Archive for August, 2012

Seasonal allergy remedies by Dr. Dym

Thursday, August 23rd, 2012

Dr. Micheal Dym’s pearls on allergies:
One of the most frustrating problems facing any small animal veterinarian, especially during the spring time is the high prevalence of inhalent/contact allergies in our dogs. Amongst the most common offending allergens include pollens, grasses, trees, dander, molds, and ragweed to name just a few. Many pets suffer from chronic itchy skin, affecting any part of the body, including behind the front legs , but also very commonly the feet and ears, leading to secondary yeast and bacterial infections. While conventional medicine will often suppress these symptoms with antibiotics and cortisone, many pets become resistant to this treatment over time, as well as there can be long term side effects on internal organs such as the liver and/or pancreas, as the imbalance moves deeper in the body in what we call suppression in homeopathy. And while seeing a veterinary dermatologist for blood and/or skin allergy testing and the development of allergy vaccines is an option, this is quite expensive, and even with this extensive conventional approach only 60- to 65% of dogs have some sort of response to allergy desentization therapy. . Holistic medicine such as herbal therapy and constitutional homeopathy are both viable options for treating patients with skin allergies long term. However holistic modalities often require much time, patience and comittment on the canine guardian’s part, as sometimes skin symptoms can even initially worsen, before slowly improving. The patient is treated as a whole, rather than just focusing on the skin, as is done in conventional medicine. It is important to work with a holistic veterinarian on an individualized approach with any long term skin allergy cases. There are some excellent herbs that one could start with including licorice, stinging nettle, burdock, dandelion and milk thistle. The company animal essentials at has some wonderful easy to use combination products that are sometimes helpful.. Standard process is another great company that makes excellent supportive whole food supplements including immuplex, dermatotrophin PMG, antronex, and canine enteric support, all which can be helpful in managing allergic pets. Classical homeopathy is another approach one could take , but does require a long term approach and much patience as the goal of homeopathic treatment is to cure the patient of susceptibility to disease on all levels over time. It is important for an animal guardian to realize that patience is critical if progress is truly to be made long term, and if one wants to avoid the potential long term side effects of conventional immune suppressive drug therapies.

Spaying/Neutering: Is it really healthier?

Monday, August 6th, 2012

Conflicting Ideas, Information Cause Confusion. Here Are Some Facts To Consider.

Medical Pearls From Dr. Dym, South Jersey’s Holistic Veterinarian
Probably the hottest topic being tossed around in veterinary journals and meetings is when or if to neuter/spay your dog. For decades, this procedure has been routinely performed in everyday veterinary practice, usually on dogs who are six months of age.

Why? Because it’s always been assumed that doing so was for the health and well being of our canine companions. In fact, many shelters and rescue groups are now neutering and spaying dogs at age six to eight weeks in hope of controlling the pet overpopulation problem and the overcrowding of their facilities.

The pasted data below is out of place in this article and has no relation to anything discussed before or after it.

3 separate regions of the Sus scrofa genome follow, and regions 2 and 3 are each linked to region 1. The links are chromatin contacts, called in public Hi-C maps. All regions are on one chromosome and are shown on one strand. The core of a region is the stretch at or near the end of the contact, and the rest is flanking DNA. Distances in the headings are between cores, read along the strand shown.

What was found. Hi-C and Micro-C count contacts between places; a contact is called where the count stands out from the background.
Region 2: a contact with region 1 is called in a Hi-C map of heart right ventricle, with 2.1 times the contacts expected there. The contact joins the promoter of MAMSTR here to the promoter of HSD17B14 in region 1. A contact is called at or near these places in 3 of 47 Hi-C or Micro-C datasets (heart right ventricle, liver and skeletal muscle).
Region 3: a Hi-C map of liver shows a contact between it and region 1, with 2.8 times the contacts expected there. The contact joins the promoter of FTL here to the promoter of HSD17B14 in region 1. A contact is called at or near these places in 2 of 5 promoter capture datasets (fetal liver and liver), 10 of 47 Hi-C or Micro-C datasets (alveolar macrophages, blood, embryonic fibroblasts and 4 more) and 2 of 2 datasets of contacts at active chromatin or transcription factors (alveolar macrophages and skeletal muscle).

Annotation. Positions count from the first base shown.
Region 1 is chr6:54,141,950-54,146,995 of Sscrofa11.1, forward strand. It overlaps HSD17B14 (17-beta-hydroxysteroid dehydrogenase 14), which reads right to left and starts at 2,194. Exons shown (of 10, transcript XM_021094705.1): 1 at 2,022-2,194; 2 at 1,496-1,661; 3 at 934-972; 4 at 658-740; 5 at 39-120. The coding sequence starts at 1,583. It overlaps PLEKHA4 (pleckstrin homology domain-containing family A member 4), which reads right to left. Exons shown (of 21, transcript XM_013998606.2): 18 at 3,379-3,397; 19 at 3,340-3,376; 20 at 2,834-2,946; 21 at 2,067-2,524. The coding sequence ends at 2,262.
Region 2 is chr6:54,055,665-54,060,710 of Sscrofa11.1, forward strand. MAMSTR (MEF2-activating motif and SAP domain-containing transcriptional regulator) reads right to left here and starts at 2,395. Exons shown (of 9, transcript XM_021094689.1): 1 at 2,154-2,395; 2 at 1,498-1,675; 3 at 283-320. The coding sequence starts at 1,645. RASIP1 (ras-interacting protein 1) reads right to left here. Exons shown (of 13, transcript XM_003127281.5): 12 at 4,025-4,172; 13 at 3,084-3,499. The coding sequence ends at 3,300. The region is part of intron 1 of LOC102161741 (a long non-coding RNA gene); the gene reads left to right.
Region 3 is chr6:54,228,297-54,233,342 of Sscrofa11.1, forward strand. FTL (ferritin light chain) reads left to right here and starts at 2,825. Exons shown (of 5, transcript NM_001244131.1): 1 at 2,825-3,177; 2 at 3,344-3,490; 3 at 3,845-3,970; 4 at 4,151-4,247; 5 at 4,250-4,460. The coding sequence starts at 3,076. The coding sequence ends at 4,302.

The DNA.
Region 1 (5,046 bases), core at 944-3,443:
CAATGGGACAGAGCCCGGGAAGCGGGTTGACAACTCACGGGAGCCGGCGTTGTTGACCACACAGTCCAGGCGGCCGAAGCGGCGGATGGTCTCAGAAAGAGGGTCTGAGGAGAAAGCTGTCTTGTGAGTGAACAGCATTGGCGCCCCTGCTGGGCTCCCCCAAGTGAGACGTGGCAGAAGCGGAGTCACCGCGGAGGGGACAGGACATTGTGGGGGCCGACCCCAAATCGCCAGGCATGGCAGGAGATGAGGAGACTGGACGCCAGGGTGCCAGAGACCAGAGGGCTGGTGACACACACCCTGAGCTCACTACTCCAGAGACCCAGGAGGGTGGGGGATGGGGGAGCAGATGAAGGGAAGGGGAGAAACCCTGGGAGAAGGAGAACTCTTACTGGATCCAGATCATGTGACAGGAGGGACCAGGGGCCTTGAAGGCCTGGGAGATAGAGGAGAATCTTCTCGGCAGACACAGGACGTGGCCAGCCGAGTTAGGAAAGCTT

While done on a herd health basis, the perspective taken by humane societies and shelters across the country, spaying and neutering pets early and before adopting them out is better for controlling the pet overpopulation problem, the data and evidence show that early spaying/neutering may increase certain significant health risks in pets as they age.

Studies have shown that dogs that undergo spaying/neutering before sexual maturity at one year of age are at increased risk for certain cancers, such as bone, prostrate, bladder and malignant hemangiosarcoma. Other possibilities are thyroid disorders, incontinence, and some of the exact behavioral issues such as aggression. These are the same problems that the surgeries are said to prevent, which was demonstrated by a recent University of Pennsylvania study.

A 2004 study in a reputable orthopedic journal confirmed that spayed and neutered dogs have a higher incidence of anterior ligament-cruciate ligament rupture in the stifle or knee joint (a condition that costs thousands of dollars to correct), as well as their having significantly higher incidence of hip dysplasia later in life.

And while female dogs spayed before too many heats have a decreased risk of future breast cancer, uterine abscesses, or infections called pyometras, it seems one can make a generalized statement that if an animal guardian chooses to have a pet spayed or neutered, that these issues should be taken into consideration, especially when considering an individual breed who may be predisposed to some of these conditions.
From my review of the current data for the future health of individual pets (which is always the holistic perspective, rather than treating our companion animal pets all the same as a herd of cattle), for those clients who choose to have their pets spayed or neutered, I strongly feel that it is best to wait until those pets reach sexual maturity at the age of 12 months, unless there are other factors that necessitate earlier sterilization.

I feel that allowing our pets to reach sexual maturity has been adequately demonstrated by scientific studies to have significant future health benefits that both veterinarians and animal guardians should become aware of, before just going with the standard of practice of early neutering/spaying that has been widely practiced over the generations.

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